El Cajon Boulevard

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El Cajon Boulevard
Elcajonblvd1.jpg
El Cajon Boulevard near west end


El Cajon Boulevard is a major east–west thoroughfare through San Diego, La Mesa and El Cajon, California. Before the creation of Interstate 8 it was the principal automobile route from San Diego to El Cajon, the Imperial Valley, and points east as U.S. Route 80; it is now signed as a business loop of Interstate 8.

Route description[edit]

The boulevard now consists of two disconnected portions, one in San Diego and La Mesa, and the other in El Cajon. The central section through La Mesa's Grossmont Pass was obliterated when Interstate 8 was built.

History[edit]

It was formerly part of U.S. Route 80, and became a business loop for Interstate 8 when U.S. Route 80 was decommissioned and replaced by the interstate. It is designated as a historic highway by the state of California.[1]

It has been cited as a prime example of a commercial strip whose growth and development was shaped by the automobile, as opposed to the parallel University Avenue commercial strip whose growth was shaped by the trolley.[2] Since El Cajon Boulevard was formerly the major route east from San Diego, there are many old hotels and motels on it. One of them, the Lafayette Hotel, is of considerable historic interest.[3]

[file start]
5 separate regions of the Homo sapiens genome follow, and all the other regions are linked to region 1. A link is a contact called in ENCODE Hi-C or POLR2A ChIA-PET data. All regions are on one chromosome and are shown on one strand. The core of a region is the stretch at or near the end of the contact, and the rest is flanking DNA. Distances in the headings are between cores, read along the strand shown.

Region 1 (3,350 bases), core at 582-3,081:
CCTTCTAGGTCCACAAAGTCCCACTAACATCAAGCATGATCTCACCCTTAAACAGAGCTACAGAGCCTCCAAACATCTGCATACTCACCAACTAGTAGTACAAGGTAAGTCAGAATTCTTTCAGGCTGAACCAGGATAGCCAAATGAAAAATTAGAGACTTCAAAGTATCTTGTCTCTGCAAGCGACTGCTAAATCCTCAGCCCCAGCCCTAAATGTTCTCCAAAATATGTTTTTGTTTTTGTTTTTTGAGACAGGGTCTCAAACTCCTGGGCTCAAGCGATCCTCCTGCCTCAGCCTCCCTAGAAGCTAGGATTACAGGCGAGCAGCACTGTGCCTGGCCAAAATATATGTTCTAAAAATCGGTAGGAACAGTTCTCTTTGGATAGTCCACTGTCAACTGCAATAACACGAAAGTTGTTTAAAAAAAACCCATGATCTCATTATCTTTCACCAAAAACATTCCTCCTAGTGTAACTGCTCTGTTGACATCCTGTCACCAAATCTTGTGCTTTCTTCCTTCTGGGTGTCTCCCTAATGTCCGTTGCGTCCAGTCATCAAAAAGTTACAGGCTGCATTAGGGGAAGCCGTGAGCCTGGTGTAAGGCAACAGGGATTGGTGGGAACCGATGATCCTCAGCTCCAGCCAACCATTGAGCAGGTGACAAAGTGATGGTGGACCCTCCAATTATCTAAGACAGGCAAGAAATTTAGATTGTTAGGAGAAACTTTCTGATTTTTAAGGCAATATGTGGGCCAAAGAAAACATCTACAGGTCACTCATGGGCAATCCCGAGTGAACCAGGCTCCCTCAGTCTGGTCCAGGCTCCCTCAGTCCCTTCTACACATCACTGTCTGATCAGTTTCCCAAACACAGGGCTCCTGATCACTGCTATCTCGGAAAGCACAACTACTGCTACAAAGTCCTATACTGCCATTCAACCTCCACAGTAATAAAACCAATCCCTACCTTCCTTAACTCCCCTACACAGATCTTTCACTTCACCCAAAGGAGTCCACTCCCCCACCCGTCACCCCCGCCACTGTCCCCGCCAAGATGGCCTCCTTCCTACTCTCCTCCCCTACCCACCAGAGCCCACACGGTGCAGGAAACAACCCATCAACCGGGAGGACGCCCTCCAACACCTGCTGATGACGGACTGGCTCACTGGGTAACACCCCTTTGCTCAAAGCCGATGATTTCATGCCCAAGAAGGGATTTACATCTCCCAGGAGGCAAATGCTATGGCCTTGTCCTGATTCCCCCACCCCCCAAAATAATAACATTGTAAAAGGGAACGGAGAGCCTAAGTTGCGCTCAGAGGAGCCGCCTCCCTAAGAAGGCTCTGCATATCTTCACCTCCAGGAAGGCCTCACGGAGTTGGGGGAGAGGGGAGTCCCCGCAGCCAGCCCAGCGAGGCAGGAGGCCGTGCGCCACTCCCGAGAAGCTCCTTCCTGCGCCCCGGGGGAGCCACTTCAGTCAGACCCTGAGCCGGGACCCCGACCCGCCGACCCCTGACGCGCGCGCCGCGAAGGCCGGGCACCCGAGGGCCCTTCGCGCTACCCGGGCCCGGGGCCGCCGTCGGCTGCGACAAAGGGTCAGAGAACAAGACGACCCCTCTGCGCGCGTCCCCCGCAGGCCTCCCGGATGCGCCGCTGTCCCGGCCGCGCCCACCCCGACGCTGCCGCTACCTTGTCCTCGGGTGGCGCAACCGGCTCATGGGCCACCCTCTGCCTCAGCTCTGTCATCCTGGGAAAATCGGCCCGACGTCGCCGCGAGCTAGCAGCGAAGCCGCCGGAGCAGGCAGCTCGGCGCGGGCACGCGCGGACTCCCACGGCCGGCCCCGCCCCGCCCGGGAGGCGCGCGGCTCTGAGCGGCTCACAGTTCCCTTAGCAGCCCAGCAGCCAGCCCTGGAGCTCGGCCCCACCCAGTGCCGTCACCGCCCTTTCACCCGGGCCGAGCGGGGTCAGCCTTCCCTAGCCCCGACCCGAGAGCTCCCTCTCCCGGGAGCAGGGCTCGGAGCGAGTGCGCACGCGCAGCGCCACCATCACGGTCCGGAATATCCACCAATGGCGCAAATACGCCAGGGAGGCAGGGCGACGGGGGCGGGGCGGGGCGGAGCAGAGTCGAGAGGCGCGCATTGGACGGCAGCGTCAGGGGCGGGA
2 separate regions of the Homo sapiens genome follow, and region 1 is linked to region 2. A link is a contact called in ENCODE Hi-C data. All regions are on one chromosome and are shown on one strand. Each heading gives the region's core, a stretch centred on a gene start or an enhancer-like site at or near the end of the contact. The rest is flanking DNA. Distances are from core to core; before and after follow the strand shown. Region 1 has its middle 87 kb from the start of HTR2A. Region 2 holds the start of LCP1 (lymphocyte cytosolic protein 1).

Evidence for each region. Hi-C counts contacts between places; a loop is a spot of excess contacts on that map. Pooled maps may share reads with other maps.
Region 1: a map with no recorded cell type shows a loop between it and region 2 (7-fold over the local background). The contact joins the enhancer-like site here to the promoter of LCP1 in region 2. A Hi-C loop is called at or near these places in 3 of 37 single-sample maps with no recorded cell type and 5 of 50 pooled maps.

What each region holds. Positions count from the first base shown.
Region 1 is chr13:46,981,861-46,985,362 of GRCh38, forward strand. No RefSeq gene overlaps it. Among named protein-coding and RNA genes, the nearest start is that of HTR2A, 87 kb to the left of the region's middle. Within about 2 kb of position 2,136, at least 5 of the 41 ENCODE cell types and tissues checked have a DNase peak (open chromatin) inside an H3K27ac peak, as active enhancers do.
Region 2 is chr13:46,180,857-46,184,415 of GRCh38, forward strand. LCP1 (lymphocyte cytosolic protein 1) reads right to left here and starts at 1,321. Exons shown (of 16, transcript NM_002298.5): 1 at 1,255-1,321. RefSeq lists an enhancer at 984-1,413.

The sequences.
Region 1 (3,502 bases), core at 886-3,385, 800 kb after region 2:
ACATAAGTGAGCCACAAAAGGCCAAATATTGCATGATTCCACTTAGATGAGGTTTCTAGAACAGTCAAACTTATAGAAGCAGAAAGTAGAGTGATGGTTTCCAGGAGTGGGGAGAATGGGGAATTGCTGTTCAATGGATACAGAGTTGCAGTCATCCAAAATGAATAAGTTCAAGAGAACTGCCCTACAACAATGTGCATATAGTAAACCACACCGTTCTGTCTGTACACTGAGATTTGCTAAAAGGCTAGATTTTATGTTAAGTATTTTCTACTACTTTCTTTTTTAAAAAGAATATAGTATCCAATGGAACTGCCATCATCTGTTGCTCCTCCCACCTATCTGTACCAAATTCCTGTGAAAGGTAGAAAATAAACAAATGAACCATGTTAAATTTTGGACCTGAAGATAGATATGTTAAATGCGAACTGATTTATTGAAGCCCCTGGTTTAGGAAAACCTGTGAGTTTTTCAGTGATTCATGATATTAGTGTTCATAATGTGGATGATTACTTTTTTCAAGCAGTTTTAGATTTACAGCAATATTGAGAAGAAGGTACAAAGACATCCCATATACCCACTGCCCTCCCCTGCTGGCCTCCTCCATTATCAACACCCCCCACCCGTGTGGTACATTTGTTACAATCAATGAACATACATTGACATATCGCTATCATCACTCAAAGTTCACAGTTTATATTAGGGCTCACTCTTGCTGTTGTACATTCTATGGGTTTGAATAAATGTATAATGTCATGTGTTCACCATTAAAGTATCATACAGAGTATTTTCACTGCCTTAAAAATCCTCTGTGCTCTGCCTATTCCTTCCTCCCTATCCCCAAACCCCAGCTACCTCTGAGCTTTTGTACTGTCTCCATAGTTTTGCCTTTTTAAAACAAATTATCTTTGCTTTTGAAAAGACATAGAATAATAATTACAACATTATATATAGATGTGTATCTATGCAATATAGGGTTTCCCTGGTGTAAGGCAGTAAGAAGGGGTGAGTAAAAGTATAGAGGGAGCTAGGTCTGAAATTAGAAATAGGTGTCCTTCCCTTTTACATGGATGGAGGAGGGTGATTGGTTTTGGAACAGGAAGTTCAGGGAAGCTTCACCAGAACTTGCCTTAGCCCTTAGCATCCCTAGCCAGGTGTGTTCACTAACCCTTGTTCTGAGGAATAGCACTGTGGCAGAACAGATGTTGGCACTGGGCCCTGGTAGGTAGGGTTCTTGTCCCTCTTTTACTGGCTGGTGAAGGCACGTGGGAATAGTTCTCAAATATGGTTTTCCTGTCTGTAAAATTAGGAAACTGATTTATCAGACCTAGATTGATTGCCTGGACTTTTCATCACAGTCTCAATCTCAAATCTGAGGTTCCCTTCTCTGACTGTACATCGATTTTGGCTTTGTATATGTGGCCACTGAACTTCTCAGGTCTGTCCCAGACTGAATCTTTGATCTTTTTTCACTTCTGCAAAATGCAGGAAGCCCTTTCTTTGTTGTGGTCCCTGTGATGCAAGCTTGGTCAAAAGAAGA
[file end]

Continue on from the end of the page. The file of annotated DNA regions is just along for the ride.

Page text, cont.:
The first Jack in the Box restaurant was opened at 6270 El Cajon Boulevard by Robert O. Peterson in 1951.[4][5] The site had originally been a drive-in diner called "Topsy's", later renamed "Oscar's" after Peterson's middle name, which was a classic drive-in where food was served by carhops to patrons in the parking lot. Jack in the Box was the first drive-through, with the innovation of a two-way intercom that allowed one car to place an order while another car was being served. Other restaurants had previously offered drive-up window service, but Jack in the Box was the first major chain to make drive-through windows the focus of its operation.[6]

The street was the site of the El Cajon Boulevard Riot in August 1960, also known as the Drag Strip Riot,[7] considered one of the first major youth riots of the 1960s. In the latter part of the 20th century, El Cajon Boulevard developed an unsavory reputation as a hotspot for prostitution.[8]

Current conditions[edit]

The El Cajon Boulevard Business Improvement Association was formed in 1988 to improve physical and economic conditions along the 60 blocks of the boulevard between Park Boulevard and 54th Street. The association installed a large "The Boulevard" sign (see photo) to document the street's importance.

The College Area Business Improvement District was formed in 1996 and covered the area east of 54th Street to the La Mesa border at 73rd Street. They instituted annual neighborhood events such as the "Boulevard BOO!" parade.[9]

32°45′18.77″N 117°8′45.46″W / 32.7552139°N 117.1459611°W / 32.7552139; -117.1459611 to 32°46′14.57″N 117°1′18.78″W / 32.7707139°N 117.0218833°W / 32.7707139; -117.0218833 and
32°46′57.5″N 116°58′47.45″W / 32.782639°N 116.9798472°W / 32.782639; -116.9798472 to 32°47′41.53″N 116°58′2.95″W / 32.7948694°N 116.9674861°W / 32.7948694; -116.9674861[10]

References[edit]

External links[edit]